TEA AND A COWBOY Blog Tour Announcement!

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Are you a bookstagrammer, booktuber, bookblogger or fellow author who might be interested in featuring TEA AND A COWBOY on your platform? Well, click the link below and let me know how to contact you and what sort of feature you might be interested in! I’m happy to do anything from reviews to guest blog posts to facebook hops, so let me know what would be best for you and your audience! I look forward to chatting with you all!

Click Here to Express Your Interest in Joining the Tea and a Cowboy Blog Tour!

Information on Tea and a Cowboy:

Title: Tea and a Cowboy

Author: Alys Murray

Release Date: May 6, 2019

Publisher: The Wild Rose Press

Synopsis:

Cliff Masters could not be more different from his best friend’s younger sister Bridgette Shaw. While he’s out roping cattle at his family’s ranch, she is running a tea parlor in the town square. He loves jeans and dirt; she loves hostess aprons and proper etiquette.

But when Cliff’s latest flame breaks up with him because of his rough attitude and lack of sophistication, he enlists Bridgette to help in hopes her lessons in refinement will win his girlfriend back. However, the more time he spends with the curvy brunette, the less he’s thinking about his ex and the more he’s imagining Bridgette in his future.

How to “Candy Bowl” Yourself…And Why You Should.

When I was in high school, my favorite classes were almost always (go figure) my English classes. I loved the smell of old books and the discussion of ideas and the thrill and terror of writing an essay in 45 minutes.

I was also extremely lucky. During my time at school, I had many brilliant English teachers, and as we all know, a teacher can make or break a class. My English teachers taught me not only about the importance of storytelling as a form of communication and about the craft of writing the perfect AP essay but also about my own voice.

Back in high school, I had very little faith in myself or my own voice. As much as I liked to talk (and I did like to talk, as any of my English teachers could attest!), I didn’t really believe that I had anything important or worthwhile to say. I didn’t think that I was worth anyone’s time.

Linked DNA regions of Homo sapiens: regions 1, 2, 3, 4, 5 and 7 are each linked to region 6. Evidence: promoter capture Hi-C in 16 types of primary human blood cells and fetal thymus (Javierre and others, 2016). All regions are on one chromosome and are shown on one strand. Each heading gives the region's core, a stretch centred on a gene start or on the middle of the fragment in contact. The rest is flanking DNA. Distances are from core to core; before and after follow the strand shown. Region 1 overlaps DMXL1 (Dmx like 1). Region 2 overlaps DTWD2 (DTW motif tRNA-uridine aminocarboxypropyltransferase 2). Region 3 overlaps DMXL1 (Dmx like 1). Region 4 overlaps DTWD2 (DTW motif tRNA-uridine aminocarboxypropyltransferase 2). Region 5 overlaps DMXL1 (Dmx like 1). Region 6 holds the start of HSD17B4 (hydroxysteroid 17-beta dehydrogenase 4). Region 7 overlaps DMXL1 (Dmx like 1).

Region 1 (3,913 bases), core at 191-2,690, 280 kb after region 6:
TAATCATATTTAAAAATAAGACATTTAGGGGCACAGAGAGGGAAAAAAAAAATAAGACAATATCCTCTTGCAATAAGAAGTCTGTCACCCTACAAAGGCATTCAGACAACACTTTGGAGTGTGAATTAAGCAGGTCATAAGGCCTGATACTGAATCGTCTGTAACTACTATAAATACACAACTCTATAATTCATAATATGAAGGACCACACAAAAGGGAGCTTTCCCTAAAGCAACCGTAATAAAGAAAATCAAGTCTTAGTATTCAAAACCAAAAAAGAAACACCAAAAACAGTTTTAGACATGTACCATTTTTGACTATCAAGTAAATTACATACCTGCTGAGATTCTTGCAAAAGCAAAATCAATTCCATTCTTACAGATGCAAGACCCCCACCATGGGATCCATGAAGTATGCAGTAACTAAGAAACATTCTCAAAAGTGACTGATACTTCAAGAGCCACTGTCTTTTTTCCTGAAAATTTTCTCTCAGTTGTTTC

And sometimes, as an author, I still feel that way. I sit down at the computer, fully ready to write and tell my story, and find that I just…can’t. My brain gets in my own way. I get judgmental: No one cares about what you have to say. No one is going to like this book. Why do you think you’re so special that people should want to read your work? Who do you think you are, you poser? Remember that one really mean review you got on Goodreads? That person was right. You should never write again. Around and around my brain goes, twirling circles around my thoughts and feelings, keeping them from escaping out onto the page.

As an author, my thoughts and my feelings are my business. So, if I can’t get those down on paper, then I’m not doing my job, which adds another layer of guilt and frustration to the whole process. At that point, I’m angry not only about how terrible of a writer I probably am but also about how useless I am. Oh, so you’re a lazy writer in addition to be a terrible one? 

But this, strange as it sounds, is where my high school English teachers come in. Well, one teacher in particular. 

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My sophomore English teacher used to have a system she called “The Candy Bowl System.” At my high school, we used something called The Harkness Method, which basically amounted to discussion-based learning around an ovular table. So, every day, when my sophomore English teacher walked into the room, she’d place a big bowl of candy in the center of that table. And if you made a point that stirred her, or affected the conversation, or impacted the class in a meaningful way, she’d point to you and say, “candy bowl,” at which point you were allowed to pick a piece out.

Now, when I explain it like that, it sounds like she was bribing us to participate in our reading discussions. But that wasn’t it. It was a reward (a tangible, exciting reward) that acknowledged, in front of everyone, that our voice mattered, that we had made an impact in our own, small way.

So…Why am I telling you this? Well, because sometimes, I think we could all use our own candy bowls.

When I’m in one of those writing ruts, I’ve trained myself. I open a small bag of candy kept in the cabinet for emergencies, dump them into a glass, and place them on my writing desk, just out of reach. And I write to the candy bowl. I write with the hope that before the session is over, I will have had at least one sentence or phrase or paragraph that makes me say, “Yes. My voice there mattered. That small fragment of this story is worthy of being heard.”

I give myself a piece of candy, and then I move on. I, like that high school teacher who helped me find my voice in the first place, force my stubborn brain to admit it: I am not a loser who has nothing to contribute. Even when I feel like I’m at my worst, I can still create something worth reading.